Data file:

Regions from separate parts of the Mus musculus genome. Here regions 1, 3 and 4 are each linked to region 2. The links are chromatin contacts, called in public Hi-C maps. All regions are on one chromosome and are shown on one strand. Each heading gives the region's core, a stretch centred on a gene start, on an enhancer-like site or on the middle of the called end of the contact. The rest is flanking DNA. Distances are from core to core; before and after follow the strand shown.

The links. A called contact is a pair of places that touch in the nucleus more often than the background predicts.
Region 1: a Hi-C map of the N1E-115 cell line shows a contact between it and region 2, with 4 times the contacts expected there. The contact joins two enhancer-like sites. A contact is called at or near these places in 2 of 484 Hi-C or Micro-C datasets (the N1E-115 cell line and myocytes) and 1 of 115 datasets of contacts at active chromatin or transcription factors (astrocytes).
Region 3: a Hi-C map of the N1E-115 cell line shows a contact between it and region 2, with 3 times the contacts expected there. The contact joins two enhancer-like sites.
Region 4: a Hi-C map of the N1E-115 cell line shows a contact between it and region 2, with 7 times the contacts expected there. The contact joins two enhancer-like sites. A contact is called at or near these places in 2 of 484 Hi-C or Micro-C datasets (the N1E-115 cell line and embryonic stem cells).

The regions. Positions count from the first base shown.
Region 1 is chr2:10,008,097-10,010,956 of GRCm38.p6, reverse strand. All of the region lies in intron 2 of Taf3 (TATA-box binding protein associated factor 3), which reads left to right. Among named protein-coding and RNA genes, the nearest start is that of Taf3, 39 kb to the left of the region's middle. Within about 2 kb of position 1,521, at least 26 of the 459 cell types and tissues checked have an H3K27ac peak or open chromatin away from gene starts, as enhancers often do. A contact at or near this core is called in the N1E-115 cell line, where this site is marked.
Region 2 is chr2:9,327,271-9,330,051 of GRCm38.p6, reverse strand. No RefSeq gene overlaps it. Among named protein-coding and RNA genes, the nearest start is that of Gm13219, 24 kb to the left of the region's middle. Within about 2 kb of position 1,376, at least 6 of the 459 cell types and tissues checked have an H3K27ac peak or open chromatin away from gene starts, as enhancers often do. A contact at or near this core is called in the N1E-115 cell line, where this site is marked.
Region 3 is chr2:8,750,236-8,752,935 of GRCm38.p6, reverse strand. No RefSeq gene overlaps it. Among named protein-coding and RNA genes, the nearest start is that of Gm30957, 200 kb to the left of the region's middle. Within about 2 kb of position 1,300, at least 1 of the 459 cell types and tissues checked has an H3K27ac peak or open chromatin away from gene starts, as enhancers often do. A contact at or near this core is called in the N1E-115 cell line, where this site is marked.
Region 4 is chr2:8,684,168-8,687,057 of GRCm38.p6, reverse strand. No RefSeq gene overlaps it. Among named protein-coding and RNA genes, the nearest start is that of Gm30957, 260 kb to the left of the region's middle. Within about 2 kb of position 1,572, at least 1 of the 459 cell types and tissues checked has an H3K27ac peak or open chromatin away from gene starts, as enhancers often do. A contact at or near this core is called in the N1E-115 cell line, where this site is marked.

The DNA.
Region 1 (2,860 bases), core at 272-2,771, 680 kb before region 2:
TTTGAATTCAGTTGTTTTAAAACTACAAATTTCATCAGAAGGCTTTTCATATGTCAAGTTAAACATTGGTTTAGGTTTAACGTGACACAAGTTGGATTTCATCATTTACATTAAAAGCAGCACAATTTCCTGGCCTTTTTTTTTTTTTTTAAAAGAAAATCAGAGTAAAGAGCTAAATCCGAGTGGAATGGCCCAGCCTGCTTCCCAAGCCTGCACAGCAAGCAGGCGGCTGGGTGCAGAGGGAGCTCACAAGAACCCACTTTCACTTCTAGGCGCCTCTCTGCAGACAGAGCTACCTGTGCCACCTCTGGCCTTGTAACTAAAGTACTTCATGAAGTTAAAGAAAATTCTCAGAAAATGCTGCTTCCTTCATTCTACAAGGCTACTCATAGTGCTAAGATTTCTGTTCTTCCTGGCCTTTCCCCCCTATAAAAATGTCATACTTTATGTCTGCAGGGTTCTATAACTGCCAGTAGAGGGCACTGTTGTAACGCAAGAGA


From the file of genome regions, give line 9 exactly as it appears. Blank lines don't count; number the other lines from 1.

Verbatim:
Region 3 is chr2:8,750,236-8,752,935 of GRCm38.p6, reverse strand. No RefSeq gene overlaps it. Among named protein-coding and RNA genes, the nearest start is that of Gm30957, 200 kb to the left of the region's middle. Within about 2 kb of position 1,300, at least 1 of the 459 cell types and tissues checked has an H3K27ac peak or open chromatin away from gene starts, as enhancers often do. A contact at or near this core is called in the N1E-115 cell line, where this site is marked.